[Amps] Ion Pump

Ian White gm3sek at ifwtech.co.uk
Mon Jul 21 05:37:29 EDT 2014

That same Wikipedia article quotes 10^-7 to 10^-10 torr as being typical
for vacuum tubes. This is consistent with a value of 10^-8 that I'd
heard from another source.

It is also consistent with John's comment that pressures higher than
about 10^-7 torr will lead to problems with arcing, while anything lower
than 10^-10 requires special techniques that are time-consuming,
expensive and not suited to mass production.  

The most striking fact of all is that even a "good" vacuum tube still
contains upwards of a BILLION gas molecules. Although these neutral
molecules don't significantly impede the normal operation of an electron
tube, they are also the potential ingredients of a destructive arc which
is why vacuum quality becomes very important in high-voltage
transmitting tubes.

73 from Ian GM3SEK

>-----Original Message-----
>From: Amps [mailto:amps-bounces at contesting.com] On Behalf Of Roger
>Sent: 21 July 2014 03:02
>To: Hardy Landskov
>Cc: amps at contesting.com
>Subject: Re: [Amps] Ion Pump
>On 7/20/2014 8:07 PM, Hardy Landskov wrote:
>This is well outside my realm of experience.  The claim of 1 X 10^-12
>would be extremely difficult to obtain.
>https://en.wikipedia.org/wiki/Vacuum .  So far, I've not found a
>definitive answer to the actual vacuum required in normal production,
>power tubes tat are use at amateur power levels, or several times
>Roger (K8RI)
>> Roger,
>> As an EE myself now retired, have any experiments or production units
>> of vacuum tubes been done while the shuttle program was ongoing?
>> there is the vacuum of outer space that might be better than what's
>> achieveable on earth but you might collect particles floating by as
>> well from space junk that would negate the advantages. Just curious
>> maybe it's classified....or maybe just impractible.
>> 73 Hardy N7RT
>> ----- Original Message ----- From: "Roger (K8RI)"
>> <k8ri at rogerhalstead.com>
>> To: <amps at contesting.com>
>> Sent: Sunday, July 20, 2014 3:33 PM
>> Subject: Re: [Amps] Ion Pump
>>> On 7/20/2014 3:12 PM, John Lyles wrote:
>>>> Although this doesn't have much to do with the building of
>>>> amplifiers, it does shed insight into some of the complications of
>>>> making good tubes and how the technology there has impacted other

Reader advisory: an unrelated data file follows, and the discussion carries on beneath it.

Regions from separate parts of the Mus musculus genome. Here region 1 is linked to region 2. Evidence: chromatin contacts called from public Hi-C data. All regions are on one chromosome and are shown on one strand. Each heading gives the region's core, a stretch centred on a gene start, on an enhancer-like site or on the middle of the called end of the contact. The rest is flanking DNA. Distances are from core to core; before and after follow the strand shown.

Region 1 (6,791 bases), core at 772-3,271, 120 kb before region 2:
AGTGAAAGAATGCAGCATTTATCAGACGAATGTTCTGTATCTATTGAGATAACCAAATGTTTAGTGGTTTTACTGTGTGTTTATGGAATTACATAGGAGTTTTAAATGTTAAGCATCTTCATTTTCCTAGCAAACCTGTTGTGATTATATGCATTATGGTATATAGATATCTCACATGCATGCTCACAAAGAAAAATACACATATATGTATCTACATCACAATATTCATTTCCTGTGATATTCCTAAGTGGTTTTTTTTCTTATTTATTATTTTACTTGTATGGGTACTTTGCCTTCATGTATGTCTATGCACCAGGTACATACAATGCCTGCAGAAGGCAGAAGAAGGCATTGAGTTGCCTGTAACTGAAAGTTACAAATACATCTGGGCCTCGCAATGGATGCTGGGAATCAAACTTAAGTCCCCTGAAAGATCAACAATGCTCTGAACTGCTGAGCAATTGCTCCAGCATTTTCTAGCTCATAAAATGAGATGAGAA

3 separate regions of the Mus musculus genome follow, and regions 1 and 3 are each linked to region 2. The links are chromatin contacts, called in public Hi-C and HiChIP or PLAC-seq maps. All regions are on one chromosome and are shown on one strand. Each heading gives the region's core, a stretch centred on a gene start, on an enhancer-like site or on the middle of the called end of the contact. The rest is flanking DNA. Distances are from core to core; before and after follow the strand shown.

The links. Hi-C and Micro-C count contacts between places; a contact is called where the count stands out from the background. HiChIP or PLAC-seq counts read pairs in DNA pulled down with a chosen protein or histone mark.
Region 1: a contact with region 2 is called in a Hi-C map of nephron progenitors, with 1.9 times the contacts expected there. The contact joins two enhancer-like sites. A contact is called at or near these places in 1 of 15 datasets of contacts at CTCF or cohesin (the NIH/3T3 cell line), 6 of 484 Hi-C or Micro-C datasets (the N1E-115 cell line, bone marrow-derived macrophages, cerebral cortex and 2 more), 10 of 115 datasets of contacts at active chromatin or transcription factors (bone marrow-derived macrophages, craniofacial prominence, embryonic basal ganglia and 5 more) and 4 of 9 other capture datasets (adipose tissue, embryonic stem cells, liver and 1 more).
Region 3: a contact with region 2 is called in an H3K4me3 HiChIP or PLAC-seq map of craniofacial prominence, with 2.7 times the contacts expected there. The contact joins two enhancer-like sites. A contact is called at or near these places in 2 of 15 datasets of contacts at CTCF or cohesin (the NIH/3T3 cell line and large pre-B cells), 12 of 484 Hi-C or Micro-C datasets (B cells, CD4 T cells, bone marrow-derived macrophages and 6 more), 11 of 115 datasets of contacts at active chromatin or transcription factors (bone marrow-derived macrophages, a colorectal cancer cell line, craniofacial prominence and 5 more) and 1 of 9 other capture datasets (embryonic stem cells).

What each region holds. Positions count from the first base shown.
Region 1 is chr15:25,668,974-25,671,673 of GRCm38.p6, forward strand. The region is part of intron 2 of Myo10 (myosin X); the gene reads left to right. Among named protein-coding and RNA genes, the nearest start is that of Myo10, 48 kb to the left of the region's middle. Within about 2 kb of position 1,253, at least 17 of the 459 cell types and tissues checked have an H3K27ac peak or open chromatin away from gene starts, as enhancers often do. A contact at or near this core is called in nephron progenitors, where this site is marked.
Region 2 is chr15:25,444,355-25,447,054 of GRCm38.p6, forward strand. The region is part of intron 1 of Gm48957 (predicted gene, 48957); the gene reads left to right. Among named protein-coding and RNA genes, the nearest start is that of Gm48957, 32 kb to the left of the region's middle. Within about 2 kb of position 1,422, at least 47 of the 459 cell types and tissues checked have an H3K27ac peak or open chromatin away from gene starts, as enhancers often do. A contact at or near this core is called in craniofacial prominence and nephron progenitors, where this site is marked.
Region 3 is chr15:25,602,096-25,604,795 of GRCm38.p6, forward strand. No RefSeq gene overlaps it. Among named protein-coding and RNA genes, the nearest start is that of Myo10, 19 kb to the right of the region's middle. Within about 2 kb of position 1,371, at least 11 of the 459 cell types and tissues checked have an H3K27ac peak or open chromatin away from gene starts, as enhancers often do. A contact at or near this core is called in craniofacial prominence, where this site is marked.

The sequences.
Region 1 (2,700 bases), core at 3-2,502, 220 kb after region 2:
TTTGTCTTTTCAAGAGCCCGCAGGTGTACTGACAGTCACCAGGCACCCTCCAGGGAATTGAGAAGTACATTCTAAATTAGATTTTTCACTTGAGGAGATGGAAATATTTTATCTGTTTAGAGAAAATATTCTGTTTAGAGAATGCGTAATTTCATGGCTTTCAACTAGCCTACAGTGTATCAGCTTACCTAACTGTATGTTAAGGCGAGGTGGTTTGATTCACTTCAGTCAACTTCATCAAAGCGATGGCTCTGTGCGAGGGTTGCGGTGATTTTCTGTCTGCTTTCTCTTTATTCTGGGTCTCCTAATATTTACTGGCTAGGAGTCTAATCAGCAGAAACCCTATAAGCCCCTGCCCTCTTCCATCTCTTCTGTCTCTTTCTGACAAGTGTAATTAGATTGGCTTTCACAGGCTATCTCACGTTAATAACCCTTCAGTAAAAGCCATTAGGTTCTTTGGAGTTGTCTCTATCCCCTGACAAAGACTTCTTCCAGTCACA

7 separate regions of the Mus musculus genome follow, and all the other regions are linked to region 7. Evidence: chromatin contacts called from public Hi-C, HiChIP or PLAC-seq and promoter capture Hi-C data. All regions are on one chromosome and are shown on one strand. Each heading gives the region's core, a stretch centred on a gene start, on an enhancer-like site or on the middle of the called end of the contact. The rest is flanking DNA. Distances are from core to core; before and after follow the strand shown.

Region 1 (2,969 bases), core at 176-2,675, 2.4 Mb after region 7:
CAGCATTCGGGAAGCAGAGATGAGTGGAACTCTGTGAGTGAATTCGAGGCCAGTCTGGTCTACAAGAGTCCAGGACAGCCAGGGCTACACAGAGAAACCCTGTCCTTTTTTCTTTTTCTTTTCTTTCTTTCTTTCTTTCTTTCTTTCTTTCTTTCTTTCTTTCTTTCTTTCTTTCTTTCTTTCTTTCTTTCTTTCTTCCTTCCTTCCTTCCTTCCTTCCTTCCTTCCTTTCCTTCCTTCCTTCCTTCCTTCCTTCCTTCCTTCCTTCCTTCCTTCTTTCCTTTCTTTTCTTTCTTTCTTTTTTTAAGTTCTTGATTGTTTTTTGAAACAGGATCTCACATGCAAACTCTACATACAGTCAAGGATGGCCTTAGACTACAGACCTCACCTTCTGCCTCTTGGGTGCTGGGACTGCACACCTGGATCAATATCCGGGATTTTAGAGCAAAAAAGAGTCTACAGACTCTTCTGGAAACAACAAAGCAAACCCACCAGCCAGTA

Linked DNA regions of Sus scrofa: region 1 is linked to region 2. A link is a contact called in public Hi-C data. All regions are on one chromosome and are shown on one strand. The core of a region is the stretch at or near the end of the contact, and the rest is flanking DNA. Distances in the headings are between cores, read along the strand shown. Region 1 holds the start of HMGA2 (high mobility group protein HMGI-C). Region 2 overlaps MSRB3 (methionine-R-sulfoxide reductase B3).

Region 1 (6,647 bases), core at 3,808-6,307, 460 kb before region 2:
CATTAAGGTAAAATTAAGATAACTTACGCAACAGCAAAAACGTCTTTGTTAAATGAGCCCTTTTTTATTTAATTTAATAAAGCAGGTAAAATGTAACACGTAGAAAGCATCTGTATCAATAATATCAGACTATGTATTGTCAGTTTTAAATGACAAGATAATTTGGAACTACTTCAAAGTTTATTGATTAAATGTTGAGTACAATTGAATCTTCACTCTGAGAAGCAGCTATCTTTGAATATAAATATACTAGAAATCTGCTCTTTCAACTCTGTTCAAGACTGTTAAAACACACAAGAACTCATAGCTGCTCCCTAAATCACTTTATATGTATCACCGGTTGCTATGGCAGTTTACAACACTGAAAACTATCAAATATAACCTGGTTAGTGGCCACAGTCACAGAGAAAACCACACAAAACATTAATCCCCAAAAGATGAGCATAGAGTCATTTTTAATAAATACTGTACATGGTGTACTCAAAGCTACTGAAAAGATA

>>>> industries.
>>>> General Electric was one of the first to recognize that vacuum
>>>> (their Pliotrons and Kenotrons) required better vacuum than the
>>>> Audion's had that were made by DeForest companies. So naturally, a
>>>> lot of development came from GE and also benefited their Xray
>>>> K8RI's experience (below) is helpful here. I am in RF engineering
>>>> and only observe vacuum experts doing their stuff from the
>>>> sidelines. We work hand in hand, of course, in not applying RF
>>>> until vacuum is sufficient. I know of several instances at particle
>>>> accelerator laboratories where oil contamination from diffusion
>>>> pumps created a costly mess. I didn't think we have them for
>>>> between 10^-1 and -6. The big roughing pumps are indeed rotary. We
>>>> use cryo pumps and ion pumps, maybe the cryos are for in-between? I
>>>> know they have to be regenerated regularly.
>>> I should add that the chilled water or liquid N2 "cold traps" are
>>> also called "Back gassing traps" whose purpose is to prevent the
>>> gasses in the pumps from getting into the chambers on which they are
>>> pumping.  The liquid N2 traps also aid the pumping as they remove
>>> many molecules of gas. When you fill the N2 trap, the vacuum goes
>>> down almost immediately, but they are not filled until there is a
>>> vacuum on the pump or any moisture would freeze to the baffle and
>>> then slowly sublime, slowing pumping substantially.
>>> The diffusion pump is a very simple device, but might take a bit of
>>> space to explain.
>>> 73
>>> Roger (K8RI)
>>>> Our accelerator cavities need to be in the low 10^-7 Torr or we get
>>>> many discharges from the extreme RF voltages there. Electron
>>>> accelerators need much better vacuum. I believe that big tubes must
>>>> be better than -6 to minimize damaging flashovers during
>>>> 73
>>>> John
>>>> K5PRO
>>>>> From: "Roger (K8RI)" <k8ri at rogerhalstead.com>
>>>>> Roughing pumps do not normally get anywhere near the vacuum
>needed to
>>>>> start an Ion pump.   We used a roughing pump to get to 10^-1 Torr,
>>>>> then
>>>>> a diffusion pump to make 10^-6, (-7.with a liquid N2 cold trap) At
>>>>> that
>>>>> point we'd start the ion pump.  Once it was working, we'd valve
>>>>> the
>>>>> diffusion pump inlet as the ion pump would not work in parallel
>>>>> with the
>>>>> diffusion pump. It would pull oil, or mercury fumes out of the
>>>>> diffusion
>>>>> pump.
>>>>> We used ion pumps on a mass spectrometer. It created a beam of
>>>>> containing the material to be analyzed. This beam passed between
>>>>> curved and charged plates inside a powerful electromagnet. IIRC
>>>>> poles were about 10" in diameter with the magnet weighing around a
>>>>> ton.
>>>>> However the last time I worked on that was "maybe in or around
>>>>>    An ion pump is basically a big diode that collects ions on the
>>>>> surface, or getter.  They have no exhaust.  Starting one at the
>>>>> typical
>>>>> 10^-1 Torr of a roughing pump would quickly contaminate the ion
>>>>> Penning tubes will light up with plasma around 1 X 10^-1. The
>>>>> ionization
>>>>> will go out around 1 X 10^-2.  The ion pump would need much better
>>>>> than
>>>>> that to start.

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